This document certified in February 1953 that Martin Riesenburger (1896–1965) was employed as a rabbi and responsible for pastoral care in prisons. It is labeled as a “service card” and written on Jewish Community of Berlin letterhead. The card appears makeshift: it was not preprinted, is not on reinforced paper or card, and the passport photo is only stapled to the page. And what does “pastoral care in prisons” mean?
Berlin During the East–West Conflict
The Jewish Community of Berlin was split over the intensification of the East–West conflict in early 1953. The Jews of East Germany suffered reprisals. They were accused of disloyalty to the GDR. Several hundred Jews escaped from East Berlin. The East Berlin community came under surveillance and individual community members were arrested. It is possible that Rabbi Riesenburger was responsible for these prisoners and was granted permission to visit them in prison.
Rabbi in East Berlin
Riesenburger had survived the period of the Nazi rule thanks to his wife. Lucie Klara Riesenburger had converted to Judaism in the 1920s and was therefore considered a non-Jew according the Nazi racial laws. Following liberation, he led the first Jewish prayer service in Berlin in May 1945. In 1961, the East German government appointed Martin Riesenburger as the chief rabbi of the Jewish communities in the GDR. Martin Riesenburger died four years later in Berlin.
|Title||Martin Riesenburger's Jewish Community of Berlin service card|
|Location and year of origin||Berlin, 16 February 1953|
|Medium||Paper, ink, photograph, staples|
|Dimensions||14,9 x 21 cm|
|Acquisition||Gift of Peter Schulz|
Share, Newsletter, Feedback
Selected Objects: Archive (10)
Browse selected archival holdings online from the eighteenth century through the post-war period. Personal and official documents speak to the life of a nineteenth-century journeyman, early modern merchant rights, desperate attempts to emigrate during Nazi rule, and much more.
Adoption contract Gloeden and Loevy
Even a Jewish-sounding name could be cause for discrimination. So the siblings Erich and Ursula Loevy chose to be adopted by Bernhard Gloeden, a grammar school teacher and family friend.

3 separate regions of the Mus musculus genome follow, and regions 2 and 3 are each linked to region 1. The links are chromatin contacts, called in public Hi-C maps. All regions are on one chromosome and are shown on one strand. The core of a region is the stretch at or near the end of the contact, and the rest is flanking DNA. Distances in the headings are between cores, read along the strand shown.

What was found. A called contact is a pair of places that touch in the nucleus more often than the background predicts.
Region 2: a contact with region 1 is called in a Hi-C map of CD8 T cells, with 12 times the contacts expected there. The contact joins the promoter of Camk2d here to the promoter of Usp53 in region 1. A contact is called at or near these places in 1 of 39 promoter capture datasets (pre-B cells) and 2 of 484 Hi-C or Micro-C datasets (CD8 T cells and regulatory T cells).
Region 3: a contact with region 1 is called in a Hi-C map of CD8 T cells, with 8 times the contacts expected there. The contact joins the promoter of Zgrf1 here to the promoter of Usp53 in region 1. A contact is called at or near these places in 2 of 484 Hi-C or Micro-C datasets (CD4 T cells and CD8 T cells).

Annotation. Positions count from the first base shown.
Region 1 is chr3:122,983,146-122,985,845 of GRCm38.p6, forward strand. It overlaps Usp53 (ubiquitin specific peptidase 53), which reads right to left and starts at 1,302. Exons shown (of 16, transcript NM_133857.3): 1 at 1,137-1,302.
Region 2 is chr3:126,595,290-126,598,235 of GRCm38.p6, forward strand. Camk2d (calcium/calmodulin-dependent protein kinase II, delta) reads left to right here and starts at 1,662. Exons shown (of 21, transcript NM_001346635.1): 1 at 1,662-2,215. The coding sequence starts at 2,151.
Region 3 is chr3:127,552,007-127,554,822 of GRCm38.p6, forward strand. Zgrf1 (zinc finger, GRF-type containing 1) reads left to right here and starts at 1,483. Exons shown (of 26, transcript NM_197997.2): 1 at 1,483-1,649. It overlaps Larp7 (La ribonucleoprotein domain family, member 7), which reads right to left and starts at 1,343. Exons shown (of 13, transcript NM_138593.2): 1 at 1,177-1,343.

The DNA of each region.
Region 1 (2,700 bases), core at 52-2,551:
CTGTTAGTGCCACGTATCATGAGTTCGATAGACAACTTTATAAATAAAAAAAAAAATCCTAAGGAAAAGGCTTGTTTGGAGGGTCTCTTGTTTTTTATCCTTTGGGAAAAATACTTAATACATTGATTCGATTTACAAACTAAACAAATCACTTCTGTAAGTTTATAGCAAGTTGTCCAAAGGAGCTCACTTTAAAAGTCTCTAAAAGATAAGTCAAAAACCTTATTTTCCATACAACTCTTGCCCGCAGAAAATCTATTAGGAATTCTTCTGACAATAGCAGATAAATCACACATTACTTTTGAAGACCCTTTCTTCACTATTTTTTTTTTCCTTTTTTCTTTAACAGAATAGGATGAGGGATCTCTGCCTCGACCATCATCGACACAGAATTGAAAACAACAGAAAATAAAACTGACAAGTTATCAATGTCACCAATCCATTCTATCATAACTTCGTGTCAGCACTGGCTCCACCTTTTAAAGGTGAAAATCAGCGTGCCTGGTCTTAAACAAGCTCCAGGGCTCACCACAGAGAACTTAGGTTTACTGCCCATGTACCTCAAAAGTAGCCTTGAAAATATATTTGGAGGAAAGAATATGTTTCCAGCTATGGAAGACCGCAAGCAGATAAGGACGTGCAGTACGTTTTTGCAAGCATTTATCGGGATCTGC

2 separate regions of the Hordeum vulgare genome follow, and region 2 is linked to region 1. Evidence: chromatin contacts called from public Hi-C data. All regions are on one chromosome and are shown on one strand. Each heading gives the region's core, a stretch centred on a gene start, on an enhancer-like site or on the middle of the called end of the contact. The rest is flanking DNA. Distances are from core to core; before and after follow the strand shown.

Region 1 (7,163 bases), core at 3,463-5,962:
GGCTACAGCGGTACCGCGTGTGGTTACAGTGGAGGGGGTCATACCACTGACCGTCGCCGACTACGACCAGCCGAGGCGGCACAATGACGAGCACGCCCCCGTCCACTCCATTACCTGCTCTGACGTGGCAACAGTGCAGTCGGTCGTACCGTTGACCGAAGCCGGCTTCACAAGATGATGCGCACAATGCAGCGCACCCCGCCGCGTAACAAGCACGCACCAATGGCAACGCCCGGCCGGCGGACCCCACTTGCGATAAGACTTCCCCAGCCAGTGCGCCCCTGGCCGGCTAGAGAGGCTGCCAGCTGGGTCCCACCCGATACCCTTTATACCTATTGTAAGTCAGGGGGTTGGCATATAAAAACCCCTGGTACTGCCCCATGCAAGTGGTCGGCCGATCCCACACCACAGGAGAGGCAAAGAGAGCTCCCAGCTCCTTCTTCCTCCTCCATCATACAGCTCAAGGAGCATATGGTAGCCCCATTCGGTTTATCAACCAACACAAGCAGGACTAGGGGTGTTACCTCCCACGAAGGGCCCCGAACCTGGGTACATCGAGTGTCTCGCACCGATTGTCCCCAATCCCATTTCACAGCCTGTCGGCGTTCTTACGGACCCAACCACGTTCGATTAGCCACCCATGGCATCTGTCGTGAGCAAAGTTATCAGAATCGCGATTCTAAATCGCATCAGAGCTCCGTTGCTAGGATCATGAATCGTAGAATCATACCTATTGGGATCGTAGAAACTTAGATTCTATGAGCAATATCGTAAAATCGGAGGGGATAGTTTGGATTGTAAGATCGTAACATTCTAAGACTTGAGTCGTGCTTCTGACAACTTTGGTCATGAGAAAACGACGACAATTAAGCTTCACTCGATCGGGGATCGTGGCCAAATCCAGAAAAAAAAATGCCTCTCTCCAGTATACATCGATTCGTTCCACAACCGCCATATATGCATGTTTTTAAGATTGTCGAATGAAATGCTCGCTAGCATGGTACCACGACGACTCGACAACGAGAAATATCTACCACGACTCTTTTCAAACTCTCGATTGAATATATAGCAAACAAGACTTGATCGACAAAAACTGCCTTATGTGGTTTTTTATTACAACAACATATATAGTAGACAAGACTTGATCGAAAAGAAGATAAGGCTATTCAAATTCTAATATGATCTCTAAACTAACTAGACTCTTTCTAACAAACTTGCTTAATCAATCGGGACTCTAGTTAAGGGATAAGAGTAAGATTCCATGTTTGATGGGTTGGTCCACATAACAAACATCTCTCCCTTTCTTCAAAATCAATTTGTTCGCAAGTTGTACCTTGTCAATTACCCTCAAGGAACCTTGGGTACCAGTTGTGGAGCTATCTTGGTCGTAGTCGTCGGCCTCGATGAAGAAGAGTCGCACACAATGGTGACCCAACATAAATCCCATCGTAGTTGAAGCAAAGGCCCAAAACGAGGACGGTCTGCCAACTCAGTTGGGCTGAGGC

A desperate letter to their son in Sweden
“As long as we are still here, we will write to you every third day,” wrote Paul and Sophie Berliner to their son, Gert, who was living in Stockholm, on 6 November 1941.
Martin Riesenburger’s Service Card
A provisional document from February 1953 certified that Martin Riesenburger was a rabbi responsible for pastoral care in East Berlin prisons.
Index cards from the British Army
Thousands of German emigrants fought against Germany in the British Army during the Second World War. In case of capture, they had to change their names, as these index cards document.
Frieda Neuber's Leather Pouch
Shortly before being deported to Theresienstadt, Frieder Neuber gave this leather pouch to her niece. The letters inside it document her desperate attempts to leave the country.
In February 2002, workers renovating a house discovered a burlap sack filled with papers and personal items when they opened up a section of the ceiling. The house had been owned by Jews from 1775 to 1939.
Red Cross Letter to Emmy Warschauer
After the outbreak of the Second World War, the aid organization’s message service gave emigrants a way to contact relatives in Germany. That’s how Emmy Warschauer received confirmation that her daughter was alive.
Journeyman’s Book Belonging to the Shoemaker Leopold Willstätter
Leopold Willstätter traveled around southwest Germany and France as a journeyman from 1836 to 1843. The journeyman's book with a precise description of him also served as a form of identification.
Letter of Protection for the Jews of Ichenhausen
Until the nineteenth century, the residence and trading rights of Jews in the German territories were defined in letters of protection (Schutzbriefe), which had to be purchased.
Siegfried Leopold’s Get for His Wife Resi
According to Jewish law, a marriage is only annulled when a bill of divorce is drawn up and presented by the husband to his wife.